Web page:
You'll know you're on the right track when you can misdirect off moves that already have decent cover -- for instance, getting them to look in your eyes the moment you place the key card using a shuffle, or else not stare at your hands during the entirety of your shuffle control. Do it well, and if they're burning you it should still be difficult for them to perceive what you actually did, so you're safe from that vantage point, but if you misdirect even off those moments you'll be better prepared for techniques that must have misdirection at a certain point.

Regarding center tears, I'd also hold off on the mentalism for the time being as well. It requires a much more subtle approach to performance since you're claiming a specific power, and you need to know how to avoid those things that'll detract from your claim. You'll know you're ready for it when you can force a card, name the colour and rank, apologize for not being able to name the exact suit, and they're still amazed.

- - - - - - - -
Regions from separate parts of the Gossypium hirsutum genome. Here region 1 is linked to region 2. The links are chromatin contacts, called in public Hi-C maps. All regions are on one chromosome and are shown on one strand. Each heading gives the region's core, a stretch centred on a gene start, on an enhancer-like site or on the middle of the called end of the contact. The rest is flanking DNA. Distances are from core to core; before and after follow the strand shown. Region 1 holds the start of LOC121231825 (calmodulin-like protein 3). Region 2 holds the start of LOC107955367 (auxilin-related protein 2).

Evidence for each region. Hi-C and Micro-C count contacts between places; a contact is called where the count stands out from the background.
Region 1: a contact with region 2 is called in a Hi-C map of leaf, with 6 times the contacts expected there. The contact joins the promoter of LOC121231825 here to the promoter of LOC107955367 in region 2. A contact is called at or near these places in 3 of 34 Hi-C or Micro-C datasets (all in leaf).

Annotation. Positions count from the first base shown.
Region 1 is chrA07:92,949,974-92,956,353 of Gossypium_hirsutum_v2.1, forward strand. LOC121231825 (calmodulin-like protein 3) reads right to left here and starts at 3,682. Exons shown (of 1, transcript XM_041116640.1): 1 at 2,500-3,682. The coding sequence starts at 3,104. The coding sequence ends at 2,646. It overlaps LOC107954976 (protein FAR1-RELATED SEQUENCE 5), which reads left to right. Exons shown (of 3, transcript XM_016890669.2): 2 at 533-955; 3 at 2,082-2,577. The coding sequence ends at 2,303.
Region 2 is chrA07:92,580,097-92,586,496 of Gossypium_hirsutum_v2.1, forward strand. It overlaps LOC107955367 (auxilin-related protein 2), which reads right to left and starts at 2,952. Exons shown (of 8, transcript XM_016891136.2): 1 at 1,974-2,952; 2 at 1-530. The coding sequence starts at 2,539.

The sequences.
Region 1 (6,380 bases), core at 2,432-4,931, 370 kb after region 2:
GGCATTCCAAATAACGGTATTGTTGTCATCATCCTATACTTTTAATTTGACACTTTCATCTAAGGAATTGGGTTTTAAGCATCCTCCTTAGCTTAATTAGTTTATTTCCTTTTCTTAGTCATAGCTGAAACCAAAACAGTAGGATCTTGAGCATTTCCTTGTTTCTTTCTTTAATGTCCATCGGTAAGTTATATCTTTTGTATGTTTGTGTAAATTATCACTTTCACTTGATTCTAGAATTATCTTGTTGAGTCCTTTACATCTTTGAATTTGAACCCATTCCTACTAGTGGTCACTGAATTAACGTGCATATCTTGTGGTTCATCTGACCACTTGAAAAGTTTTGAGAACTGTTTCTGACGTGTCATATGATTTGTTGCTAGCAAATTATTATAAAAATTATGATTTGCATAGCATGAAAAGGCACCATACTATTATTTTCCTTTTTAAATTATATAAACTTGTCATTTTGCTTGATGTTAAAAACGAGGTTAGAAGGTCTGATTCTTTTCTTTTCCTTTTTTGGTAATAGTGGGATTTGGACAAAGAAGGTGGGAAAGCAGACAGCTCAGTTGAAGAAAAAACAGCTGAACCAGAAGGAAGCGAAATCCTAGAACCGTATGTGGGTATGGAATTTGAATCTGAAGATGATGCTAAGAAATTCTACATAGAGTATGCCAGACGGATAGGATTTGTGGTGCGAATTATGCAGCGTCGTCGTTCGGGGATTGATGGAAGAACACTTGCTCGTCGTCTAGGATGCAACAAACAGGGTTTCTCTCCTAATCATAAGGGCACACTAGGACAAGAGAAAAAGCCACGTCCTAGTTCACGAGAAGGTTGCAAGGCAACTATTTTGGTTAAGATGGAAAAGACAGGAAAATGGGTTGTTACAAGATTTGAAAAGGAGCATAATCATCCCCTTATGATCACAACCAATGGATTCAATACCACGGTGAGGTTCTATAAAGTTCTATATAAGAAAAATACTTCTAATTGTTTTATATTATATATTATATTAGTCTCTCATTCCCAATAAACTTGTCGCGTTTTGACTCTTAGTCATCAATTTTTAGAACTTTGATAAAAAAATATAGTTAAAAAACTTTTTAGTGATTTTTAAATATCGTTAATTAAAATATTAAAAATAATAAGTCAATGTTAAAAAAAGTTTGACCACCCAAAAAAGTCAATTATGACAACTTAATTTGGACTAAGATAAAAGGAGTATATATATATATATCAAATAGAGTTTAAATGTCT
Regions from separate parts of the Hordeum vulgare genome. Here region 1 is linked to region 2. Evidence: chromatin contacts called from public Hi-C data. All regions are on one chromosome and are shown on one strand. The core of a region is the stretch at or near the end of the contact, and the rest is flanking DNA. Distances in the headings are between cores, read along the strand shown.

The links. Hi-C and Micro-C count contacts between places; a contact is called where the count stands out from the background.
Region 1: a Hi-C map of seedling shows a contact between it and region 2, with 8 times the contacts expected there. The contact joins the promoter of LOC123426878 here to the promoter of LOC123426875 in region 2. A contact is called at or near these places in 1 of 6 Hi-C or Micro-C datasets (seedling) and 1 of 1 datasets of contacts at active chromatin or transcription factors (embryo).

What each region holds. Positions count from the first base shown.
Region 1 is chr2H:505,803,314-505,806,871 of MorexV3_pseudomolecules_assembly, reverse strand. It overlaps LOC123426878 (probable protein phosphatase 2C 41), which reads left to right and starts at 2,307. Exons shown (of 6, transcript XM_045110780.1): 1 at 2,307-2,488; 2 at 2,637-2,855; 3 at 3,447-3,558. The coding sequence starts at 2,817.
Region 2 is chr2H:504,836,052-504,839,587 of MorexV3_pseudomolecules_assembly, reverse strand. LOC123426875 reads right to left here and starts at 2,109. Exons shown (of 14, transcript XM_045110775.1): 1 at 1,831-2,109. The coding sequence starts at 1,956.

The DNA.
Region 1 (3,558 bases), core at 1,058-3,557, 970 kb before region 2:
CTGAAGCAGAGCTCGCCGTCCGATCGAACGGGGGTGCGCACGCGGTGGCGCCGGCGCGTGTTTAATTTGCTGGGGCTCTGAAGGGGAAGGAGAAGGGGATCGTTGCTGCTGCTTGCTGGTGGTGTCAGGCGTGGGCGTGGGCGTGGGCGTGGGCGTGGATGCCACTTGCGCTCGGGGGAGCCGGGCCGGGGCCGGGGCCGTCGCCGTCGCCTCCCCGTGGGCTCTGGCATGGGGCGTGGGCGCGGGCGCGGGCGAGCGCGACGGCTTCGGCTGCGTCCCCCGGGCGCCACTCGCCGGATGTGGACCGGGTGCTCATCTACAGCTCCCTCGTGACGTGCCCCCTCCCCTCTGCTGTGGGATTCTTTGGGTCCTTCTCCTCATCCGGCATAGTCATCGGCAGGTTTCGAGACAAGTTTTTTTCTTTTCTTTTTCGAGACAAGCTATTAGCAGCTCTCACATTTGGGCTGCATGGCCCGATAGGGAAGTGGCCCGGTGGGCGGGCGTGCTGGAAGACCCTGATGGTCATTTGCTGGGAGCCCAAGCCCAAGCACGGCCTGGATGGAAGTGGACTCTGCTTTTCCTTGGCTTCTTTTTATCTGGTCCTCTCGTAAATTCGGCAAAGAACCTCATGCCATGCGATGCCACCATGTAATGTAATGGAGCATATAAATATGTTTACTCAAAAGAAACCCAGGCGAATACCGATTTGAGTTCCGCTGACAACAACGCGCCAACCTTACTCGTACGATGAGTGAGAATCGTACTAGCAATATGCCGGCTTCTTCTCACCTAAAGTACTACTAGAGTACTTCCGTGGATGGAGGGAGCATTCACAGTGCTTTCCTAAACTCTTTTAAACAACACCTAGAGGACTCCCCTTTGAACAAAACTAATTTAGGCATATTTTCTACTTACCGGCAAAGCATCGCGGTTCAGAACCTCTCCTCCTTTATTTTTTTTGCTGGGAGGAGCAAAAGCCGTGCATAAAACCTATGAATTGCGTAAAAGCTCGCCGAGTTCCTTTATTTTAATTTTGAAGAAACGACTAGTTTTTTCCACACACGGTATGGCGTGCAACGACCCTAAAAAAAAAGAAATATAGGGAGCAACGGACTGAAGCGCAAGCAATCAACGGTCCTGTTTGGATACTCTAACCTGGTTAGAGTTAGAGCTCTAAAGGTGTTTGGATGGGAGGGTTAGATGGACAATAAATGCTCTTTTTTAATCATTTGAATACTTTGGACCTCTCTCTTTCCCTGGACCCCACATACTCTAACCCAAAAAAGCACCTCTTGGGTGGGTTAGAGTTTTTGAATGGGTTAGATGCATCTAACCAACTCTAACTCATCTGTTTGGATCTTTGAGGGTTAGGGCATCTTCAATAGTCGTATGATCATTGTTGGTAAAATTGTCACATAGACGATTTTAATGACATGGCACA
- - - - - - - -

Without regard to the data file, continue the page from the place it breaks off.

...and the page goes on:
The Jester Extraordinaire : bderland.com
Ye Olde Magick Blogge : erlandish.blogspot.com
mmreed
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Spongeballs are a good place to start with misdir...

use a camcorder to record yourself and pay attention to how you present a ball while clipping another and going for pockets, etc... I say sponge balls because starting out, they stick out like a sore thumb if you are not keeping attention away from them.. using a cam corder allows you to see you as the spectator sees you. As you are showing a sponge ball, can you see the one being clipped? when you go for a pocket, does it look natural, when you want them to look at the ball in hand, are you doign something to cause them to look elsewhere?